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Williams Trail - 2 members in 2 triplogs have rated this an average 3.5 ( 1 to 5 best )
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Dec 08 2020
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 Guides 18
 Routes 71
 Photos 466
 Triplogs 50

65 male
 Joined Dec 26 2018
 Phoenix, AZ
Williams-Needle-Hassayampa Loop, AZ 
Williams-Needle-Hassayampa Loop, AZ
 
Hiking avatar Dec 08 2020
GrangerGuyTriplogs 50
Hiking10.50 Miles 1,496 AEG
Hiking10.50 Miles   7 Hrs   13 Mns   2.11 mph
1,496 ft AEG   2 Hrs   15 Mns Break10 LBS Pack
 
1st trip
Partners none no partners

The road
I started from the BLM trailhead on the Hassayampa Canyon Wilderness. The speed on the road is 5-10 mph for the last 5 miles. Took 1.5 hr from route 60. I was glad I had a 4x4. High clearance without 4x4 would have been possible, but not pleasant.

The trail

Arrived at the Hassayampa Canyon Wilderness BLM TH at 8 am. Put on my water shoes. Converted my pants for water walking. Signed the register. Looks like a few people visit this wilderness every week.

About the time I got to the creek, a couple of the ranch dogs came down to check me out. One of the ranch dogs followed me at a distance but very wary of me. Every time I turned around, he backed away. Eventually he got bored and headed home.

In early December 2020, the creek was very low. Looked like it would pose no hassle whatsoever. I headed downstream, and in a short distance, the creek disappeared into the sand. In one sense I was glad the stream was dry, so it made the walking ridiculously easy. On the other hand, I did not bring a lot of extra water. I saw that the water was actually just below the surface at some places. It could be found by digging down. The water regularly came to the surface, then disappeared again.

My biggest concern about this trip was quicksand. Based on an earlier report on HAZ, I reviewed self-rescue from quicksand before departure. I figured, by following the paths of the cows, I should stay out of trouble. Any time the sand was smooth, I poked at it with my sticks before stepping onto it. I did not encounter any quicksand.

There were a lot of quail. Also, from time to time I smelled skunk, although I never saw any. I also saw elk sign, and maybe deer prints.

Near the bottom of the Needle Trail, I spotted the remains of someone's gear. It was a black and red giveaway sleeping bag with a Marlboro logo. Also a pair of scissors, brush, comb, and some lotion. It looked like someone was cutting hair here. I marked the location to pick it up on the way back.

I did about 2.5 mph in the streambed, much better than I expected. Because the stream was dry, walking in the stream bed was fairly easy. Although it was tempting to try to follow shortcuts that cut off meandering portions of the stream, it did seem to be faster just to stay in the stream bed. The stream bed was alternately sandy and small-bouldery. With the right footwear and the confidence to walk in the water, it was easy to maintain pretty good speed.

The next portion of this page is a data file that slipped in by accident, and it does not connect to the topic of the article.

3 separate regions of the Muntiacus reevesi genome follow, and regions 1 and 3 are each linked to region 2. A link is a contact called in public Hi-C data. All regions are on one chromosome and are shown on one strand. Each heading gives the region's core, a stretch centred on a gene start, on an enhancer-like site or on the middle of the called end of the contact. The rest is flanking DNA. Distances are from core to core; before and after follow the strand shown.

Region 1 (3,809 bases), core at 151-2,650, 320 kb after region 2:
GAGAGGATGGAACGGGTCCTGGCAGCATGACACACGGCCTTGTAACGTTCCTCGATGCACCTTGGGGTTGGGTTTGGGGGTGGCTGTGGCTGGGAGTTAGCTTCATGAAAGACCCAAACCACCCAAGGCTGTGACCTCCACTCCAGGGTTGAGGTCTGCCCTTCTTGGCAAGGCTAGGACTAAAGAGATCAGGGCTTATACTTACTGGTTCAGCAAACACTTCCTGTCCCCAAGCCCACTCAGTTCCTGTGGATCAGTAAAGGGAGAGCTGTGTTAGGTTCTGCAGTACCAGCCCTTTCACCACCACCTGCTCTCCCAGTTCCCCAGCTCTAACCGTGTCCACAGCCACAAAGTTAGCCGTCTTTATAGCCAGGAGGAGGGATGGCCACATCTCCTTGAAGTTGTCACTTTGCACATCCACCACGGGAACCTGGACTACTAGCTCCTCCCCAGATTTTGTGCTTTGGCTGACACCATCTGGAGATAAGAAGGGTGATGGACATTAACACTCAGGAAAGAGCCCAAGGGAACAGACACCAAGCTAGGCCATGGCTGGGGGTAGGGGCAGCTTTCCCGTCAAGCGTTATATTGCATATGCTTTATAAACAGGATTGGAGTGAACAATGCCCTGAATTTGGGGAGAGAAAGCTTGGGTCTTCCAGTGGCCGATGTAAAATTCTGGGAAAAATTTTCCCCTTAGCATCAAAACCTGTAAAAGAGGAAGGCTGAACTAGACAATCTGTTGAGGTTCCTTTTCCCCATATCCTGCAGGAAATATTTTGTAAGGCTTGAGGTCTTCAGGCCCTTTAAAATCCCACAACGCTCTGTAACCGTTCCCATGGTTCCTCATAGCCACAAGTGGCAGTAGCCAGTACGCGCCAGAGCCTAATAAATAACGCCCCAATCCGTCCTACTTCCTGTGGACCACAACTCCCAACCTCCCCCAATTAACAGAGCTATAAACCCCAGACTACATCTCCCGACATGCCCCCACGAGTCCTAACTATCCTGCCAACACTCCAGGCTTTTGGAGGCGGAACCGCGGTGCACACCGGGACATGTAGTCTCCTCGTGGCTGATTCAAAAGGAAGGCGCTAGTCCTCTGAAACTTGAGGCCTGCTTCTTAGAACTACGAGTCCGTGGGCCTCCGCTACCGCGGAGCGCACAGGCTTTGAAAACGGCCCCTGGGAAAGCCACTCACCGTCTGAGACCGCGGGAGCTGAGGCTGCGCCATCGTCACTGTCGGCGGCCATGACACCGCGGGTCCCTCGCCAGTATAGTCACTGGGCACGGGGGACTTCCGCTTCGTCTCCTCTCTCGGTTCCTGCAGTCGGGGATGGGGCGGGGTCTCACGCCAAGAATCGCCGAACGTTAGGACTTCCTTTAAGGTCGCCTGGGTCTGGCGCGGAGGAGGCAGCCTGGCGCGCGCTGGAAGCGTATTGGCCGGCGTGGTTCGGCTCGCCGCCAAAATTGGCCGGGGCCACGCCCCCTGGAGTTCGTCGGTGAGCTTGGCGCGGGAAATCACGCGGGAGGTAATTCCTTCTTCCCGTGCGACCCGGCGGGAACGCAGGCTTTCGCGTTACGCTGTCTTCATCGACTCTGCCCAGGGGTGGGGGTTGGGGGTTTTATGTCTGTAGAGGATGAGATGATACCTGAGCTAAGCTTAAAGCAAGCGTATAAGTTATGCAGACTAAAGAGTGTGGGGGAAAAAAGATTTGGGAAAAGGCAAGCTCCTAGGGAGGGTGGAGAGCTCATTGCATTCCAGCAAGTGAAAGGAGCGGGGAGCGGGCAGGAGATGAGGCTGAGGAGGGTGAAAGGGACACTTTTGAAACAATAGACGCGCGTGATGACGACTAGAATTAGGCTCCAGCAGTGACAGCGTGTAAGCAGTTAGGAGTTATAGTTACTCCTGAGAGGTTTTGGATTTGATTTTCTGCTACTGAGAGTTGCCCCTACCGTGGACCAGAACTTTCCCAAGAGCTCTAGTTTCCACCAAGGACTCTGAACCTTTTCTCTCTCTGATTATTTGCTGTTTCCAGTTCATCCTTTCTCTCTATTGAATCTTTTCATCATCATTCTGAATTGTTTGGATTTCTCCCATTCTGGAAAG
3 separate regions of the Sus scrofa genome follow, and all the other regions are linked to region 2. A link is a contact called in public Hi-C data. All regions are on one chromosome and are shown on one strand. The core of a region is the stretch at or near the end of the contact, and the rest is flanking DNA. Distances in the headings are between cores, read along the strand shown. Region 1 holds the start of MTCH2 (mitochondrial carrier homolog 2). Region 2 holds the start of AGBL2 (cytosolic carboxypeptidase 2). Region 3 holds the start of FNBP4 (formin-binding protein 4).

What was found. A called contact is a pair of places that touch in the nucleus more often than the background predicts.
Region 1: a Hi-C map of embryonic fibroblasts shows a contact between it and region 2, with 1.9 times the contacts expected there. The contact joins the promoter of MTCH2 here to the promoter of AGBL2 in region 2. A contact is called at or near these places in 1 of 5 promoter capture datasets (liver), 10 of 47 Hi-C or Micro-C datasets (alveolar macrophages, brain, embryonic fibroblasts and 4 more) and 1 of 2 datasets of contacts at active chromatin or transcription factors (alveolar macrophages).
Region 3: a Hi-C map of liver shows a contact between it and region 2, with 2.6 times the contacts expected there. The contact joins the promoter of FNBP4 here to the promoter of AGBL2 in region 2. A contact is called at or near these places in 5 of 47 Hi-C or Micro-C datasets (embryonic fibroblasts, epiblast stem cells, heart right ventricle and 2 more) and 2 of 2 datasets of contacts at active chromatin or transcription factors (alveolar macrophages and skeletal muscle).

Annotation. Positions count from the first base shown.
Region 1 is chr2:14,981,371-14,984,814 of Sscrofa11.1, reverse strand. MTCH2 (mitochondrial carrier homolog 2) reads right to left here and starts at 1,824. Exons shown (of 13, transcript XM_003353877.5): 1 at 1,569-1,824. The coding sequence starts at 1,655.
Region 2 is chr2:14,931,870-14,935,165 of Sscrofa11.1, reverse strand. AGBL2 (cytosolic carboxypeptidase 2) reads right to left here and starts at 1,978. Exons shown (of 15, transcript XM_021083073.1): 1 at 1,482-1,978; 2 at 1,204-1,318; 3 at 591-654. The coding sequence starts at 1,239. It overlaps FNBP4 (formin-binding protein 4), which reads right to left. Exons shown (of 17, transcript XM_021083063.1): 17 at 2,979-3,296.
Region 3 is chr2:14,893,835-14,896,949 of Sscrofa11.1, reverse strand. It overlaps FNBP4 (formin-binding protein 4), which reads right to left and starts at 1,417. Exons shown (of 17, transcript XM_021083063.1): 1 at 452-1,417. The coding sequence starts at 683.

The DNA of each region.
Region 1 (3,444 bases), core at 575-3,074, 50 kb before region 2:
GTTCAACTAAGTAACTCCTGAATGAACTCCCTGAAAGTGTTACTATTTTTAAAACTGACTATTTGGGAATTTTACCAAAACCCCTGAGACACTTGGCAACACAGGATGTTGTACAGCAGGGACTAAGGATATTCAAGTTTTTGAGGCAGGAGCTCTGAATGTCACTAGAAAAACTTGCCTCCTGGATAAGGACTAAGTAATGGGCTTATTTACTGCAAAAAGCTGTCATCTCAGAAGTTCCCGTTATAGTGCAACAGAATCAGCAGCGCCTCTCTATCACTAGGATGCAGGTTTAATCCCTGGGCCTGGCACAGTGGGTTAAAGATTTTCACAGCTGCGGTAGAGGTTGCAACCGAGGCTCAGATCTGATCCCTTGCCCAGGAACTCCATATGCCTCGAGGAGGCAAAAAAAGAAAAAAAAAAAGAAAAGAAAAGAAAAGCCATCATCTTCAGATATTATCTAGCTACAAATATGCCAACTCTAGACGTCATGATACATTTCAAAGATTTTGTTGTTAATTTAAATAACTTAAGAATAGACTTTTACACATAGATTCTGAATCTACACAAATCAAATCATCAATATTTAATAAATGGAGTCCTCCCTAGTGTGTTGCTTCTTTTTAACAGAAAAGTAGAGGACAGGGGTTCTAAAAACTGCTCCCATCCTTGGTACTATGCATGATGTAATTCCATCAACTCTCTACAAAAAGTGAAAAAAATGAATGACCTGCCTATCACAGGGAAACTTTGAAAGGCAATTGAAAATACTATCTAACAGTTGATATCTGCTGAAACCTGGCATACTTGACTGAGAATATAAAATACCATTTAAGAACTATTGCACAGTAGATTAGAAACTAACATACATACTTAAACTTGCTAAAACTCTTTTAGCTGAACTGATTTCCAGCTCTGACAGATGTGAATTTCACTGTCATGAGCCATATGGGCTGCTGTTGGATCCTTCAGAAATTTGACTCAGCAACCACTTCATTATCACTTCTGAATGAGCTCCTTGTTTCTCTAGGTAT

Conditions were near perfect. 50-70 deg., The sun was mostly behind the hills. The stream bed was mostly, but not completely dry. The only disappointment was that the area is not as beautiful as I hoped. At locations where the stream came up, there tended to be a few trees, and a little fall color. I kept comparing this to Aravaipa, but this canyon is much drier. My wife points out there is a reason Aravaipa requires permits and this place doesn't.

By the intersection with the Williams Trail, I had traveled 4.7 miles. I found a shady spot for a 15 minute break, then headed up the wash to the right. Going up, there was a place where two washes come together. A flat one to the right, a rugged one to the left. It turns out, the trail leaves the wash here, and goes up in between. The trail climbs aggressively from the intersection of the two streambeds. You need to pay attention to the GPS track to stay more or less on course. Once the trail levels out a little, it becomes easier to follow. At times, however, it vanishes, and requires attention.

Eventually, The Needle came into view. It is a needle like Weaver's Needle.

As you cross the ridge near the needle, there are many paths, and they appear and disappear. It took some effort to find the best way over to the Needle Trail. Finally, I just decided to ignore looking for the faint Williams Trail, and arrived quickly at the Needle Trail. I came out slightly above the preferred intersection, but not far.

Leaving the trail intersection, the Needle Trail follows down the ridge. Part way down, there is a camp with a couple of steel fireplaces. I dubbed it "Camp Poopy". After this, the trail drops down to a drainage, then climbs aggressively up the other side.

Be careful when crossing the next saddle. There is a clear trail heading up the ridge, but you really need to descend from the saddle. The trail skirts the left side of the peak 3236, and then it is all downhill to Jesus Canyon. The last couple hundred feet of elevation down to Jesus Canyon requires care, as it is steep. The trail up over the ridge after Jesus Canyon is pretty pleasant.